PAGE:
New Microscopic Robot's Tiny Step Is a Huge Leap

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Pister notes that microrobots at this scale currently depend on much larger support apparatus, like the specially designed floor.

In the future, he'd like to see them function on their own—and also pack a more technologically sophisticated punch.

"I don't know that any real robotics person would consider [a robot] something without built-in electronics or intelligence."

Tiny Robots, Enormous Possibilities

Though in their infancy, such tiny robots could someday be enormously useful.

Chris Levey, director of the microengineering lab at Dartmouth's Thayer School of Engineering, likens the possibilities to those of computer chips. As chips become ever more powerful, their many transistors working together can perform tasks far more complex than chips with only a few transistors.

"Part of the goal is that if we could make robots very small, in the future we can imagine many such robots interacting with each other and also interacting with very small things," he explained.

"Imagine this as a model of planetary exploration," McGray said. "You don't drop one Mars Rover, you drop a handful of dust which contains a million microscopic Mars Rovers that could explore the surface in a massively parallel way."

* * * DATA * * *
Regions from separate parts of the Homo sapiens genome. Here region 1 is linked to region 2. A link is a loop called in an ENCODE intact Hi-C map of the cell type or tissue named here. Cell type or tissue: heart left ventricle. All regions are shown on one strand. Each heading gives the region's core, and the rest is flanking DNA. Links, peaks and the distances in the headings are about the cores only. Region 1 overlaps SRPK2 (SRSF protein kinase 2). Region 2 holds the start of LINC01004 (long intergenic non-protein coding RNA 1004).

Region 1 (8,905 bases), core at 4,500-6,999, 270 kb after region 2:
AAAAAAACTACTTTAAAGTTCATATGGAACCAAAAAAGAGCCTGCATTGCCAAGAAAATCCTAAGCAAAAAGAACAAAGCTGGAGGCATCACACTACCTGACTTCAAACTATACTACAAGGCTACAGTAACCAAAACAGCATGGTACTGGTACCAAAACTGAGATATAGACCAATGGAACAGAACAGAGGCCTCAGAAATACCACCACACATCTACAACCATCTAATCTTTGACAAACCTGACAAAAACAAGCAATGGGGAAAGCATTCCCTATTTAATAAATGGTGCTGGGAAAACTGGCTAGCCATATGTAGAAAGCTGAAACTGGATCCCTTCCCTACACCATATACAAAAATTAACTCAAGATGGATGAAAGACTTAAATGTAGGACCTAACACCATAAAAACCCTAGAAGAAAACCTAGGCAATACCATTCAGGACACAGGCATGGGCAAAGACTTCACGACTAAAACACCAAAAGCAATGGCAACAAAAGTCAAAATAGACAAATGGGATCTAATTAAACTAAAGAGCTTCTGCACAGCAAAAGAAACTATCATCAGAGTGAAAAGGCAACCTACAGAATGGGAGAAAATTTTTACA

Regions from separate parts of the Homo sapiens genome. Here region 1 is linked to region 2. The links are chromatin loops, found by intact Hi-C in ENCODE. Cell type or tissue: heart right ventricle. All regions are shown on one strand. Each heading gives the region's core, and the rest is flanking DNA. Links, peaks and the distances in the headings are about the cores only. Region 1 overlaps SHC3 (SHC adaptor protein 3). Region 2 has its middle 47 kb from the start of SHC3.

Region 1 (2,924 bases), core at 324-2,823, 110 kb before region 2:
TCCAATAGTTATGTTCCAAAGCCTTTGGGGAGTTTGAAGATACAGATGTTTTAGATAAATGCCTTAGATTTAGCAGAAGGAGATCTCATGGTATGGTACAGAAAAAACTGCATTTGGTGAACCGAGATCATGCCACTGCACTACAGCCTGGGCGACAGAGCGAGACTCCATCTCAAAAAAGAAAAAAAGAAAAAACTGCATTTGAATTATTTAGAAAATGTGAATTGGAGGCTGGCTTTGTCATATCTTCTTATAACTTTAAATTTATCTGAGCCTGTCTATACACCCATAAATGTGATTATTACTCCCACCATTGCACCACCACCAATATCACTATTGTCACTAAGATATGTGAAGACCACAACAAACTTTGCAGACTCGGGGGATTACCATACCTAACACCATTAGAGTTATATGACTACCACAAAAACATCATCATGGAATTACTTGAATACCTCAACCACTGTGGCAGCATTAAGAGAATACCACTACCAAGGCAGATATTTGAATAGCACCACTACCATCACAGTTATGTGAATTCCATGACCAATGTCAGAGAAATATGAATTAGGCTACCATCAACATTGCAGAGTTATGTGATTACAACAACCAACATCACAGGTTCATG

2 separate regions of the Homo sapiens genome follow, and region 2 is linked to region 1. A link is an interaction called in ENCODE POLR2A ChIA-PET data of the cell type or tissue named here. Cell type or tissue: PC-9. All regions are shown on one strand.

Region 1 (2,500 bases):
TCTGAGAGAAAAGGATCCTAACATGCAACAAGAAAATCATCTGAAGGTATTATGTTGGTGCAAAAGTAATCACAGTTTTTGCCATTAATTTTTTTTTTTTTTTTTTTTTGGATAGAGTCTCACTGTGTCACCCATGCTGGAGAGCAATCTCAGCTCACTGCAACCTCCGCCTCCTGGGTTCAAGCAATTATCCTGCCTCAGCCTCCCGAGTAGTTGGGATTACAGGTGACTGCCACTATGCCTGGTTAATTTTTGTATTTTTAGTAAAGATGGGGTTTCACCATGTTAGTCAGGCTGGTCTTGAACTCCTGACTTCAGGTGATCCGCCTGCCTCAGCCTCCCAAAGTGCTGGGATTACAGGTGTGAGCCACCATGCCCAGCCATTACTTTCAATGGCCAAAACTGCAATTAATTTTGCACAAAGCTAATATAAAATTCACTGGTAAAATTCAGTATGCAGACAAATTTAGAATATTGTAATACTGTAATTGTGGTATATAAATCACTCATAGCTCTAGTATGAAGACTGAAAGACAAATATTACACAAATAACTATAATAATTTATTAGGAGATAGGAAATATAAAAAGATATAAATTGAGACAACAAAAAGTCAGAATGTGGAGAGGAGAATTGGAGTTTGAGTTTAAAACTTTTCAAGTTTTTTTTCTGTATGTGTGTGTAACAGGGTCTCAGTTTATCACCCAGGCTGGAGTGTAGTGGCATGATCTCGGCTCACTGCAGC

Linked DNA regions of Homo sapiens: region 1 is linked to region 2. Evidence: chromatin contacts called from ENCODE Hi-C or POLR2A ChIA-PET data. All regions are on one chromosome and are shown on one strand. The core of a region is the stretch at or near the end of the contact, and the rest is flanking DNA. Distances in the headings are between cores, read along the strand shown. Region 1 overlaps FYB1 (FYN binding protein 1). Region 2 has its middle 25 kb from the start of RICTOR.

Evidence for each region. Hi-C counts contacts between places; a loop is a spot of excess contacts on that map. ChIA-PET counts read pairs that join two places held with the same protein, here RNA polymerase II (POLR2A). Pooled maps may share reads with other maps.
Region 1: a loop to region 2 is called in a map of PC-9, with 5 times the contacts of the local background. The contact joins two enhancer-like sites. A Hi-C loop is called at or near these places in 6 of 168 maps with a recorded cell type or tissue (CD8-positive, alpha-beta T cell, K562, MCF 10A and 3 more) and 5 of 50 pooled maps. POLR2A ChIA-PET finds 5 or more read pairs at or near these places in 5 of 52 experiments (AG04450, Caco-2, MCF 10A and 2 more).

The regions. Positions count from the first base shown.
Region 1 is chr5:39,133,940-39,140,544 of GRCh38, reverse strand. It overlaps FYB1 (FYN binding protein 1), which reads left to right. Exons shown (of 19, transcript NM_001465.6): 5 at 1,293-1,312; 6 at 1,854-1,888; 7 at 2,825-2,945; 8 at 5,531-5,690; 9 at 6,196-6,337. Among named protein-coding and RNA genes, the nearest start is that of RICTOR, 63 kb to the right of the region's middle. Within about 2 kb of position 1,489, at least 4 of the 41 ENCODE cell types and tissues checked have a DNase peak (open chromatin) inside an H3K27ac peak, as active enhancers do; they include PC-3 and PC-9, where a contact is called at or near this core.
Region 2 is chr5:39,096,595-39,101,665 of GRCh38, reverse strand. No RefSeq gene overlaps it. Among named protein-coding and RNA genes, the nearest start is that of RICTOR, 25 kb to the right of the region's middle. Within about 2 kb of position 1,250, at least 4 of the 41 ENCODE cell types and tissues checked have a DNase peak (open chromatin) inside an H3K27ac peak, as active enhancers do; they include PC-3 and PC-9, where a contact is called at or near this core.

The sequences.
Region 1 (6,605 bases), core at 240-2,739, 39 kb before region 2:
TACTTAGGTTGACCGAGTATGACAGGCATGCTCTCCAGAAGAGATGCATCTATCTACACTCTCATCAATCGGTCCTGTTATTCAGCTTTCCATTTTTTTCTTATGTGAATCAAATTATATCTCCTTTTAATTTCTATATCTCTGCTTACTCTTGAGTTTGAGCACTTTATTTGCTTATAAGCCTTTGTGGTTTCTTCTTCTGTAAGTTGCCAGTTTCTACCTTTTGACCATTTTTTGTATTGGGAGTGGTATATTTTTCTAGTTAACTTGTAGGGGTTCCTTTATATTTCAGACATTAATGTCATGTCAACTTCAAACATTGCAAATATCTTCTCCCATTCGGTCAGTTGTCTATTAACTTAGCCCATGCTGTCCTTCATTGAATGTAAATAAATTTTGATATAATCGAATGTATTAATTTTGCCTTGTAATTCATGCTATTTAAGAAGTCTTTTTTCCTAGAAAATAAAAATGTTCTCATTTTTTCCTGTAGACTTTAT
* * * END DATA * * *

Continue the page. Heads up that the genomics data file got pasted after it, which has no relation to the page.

More earthbound applications may be closer to fruition.

One possibility is a "microfactory" in which the assembly floor serves as the robots' special power-supplying surface. Such a system could sprinkle minute parts onto the floor, where a team of microrobots assembles them into other tiny machines.

The robots could be of similar use in a microchemistry lab, where they might help regulate chemical processes by opening and closing valves.

The tiny machines could also be useful for information security, providing mechanical verifications inside computer systems. Other possibilities include work in hazardous environments or even within human cells.

"It's not impossible to think about them someday manipulating cells," Levey said.

Shrinking robots is a growing field of research. For that reason much of Dartmouth's microrobots' design will be in the public domain.

Far from guarding proprietary secrets, McGray hopes that others will be intrigued enough take the concept to another level.

"Will other people continue to explore the possibilities [this robot] raises?" he said. "That's how you get to useful applications. It's an incremental process."

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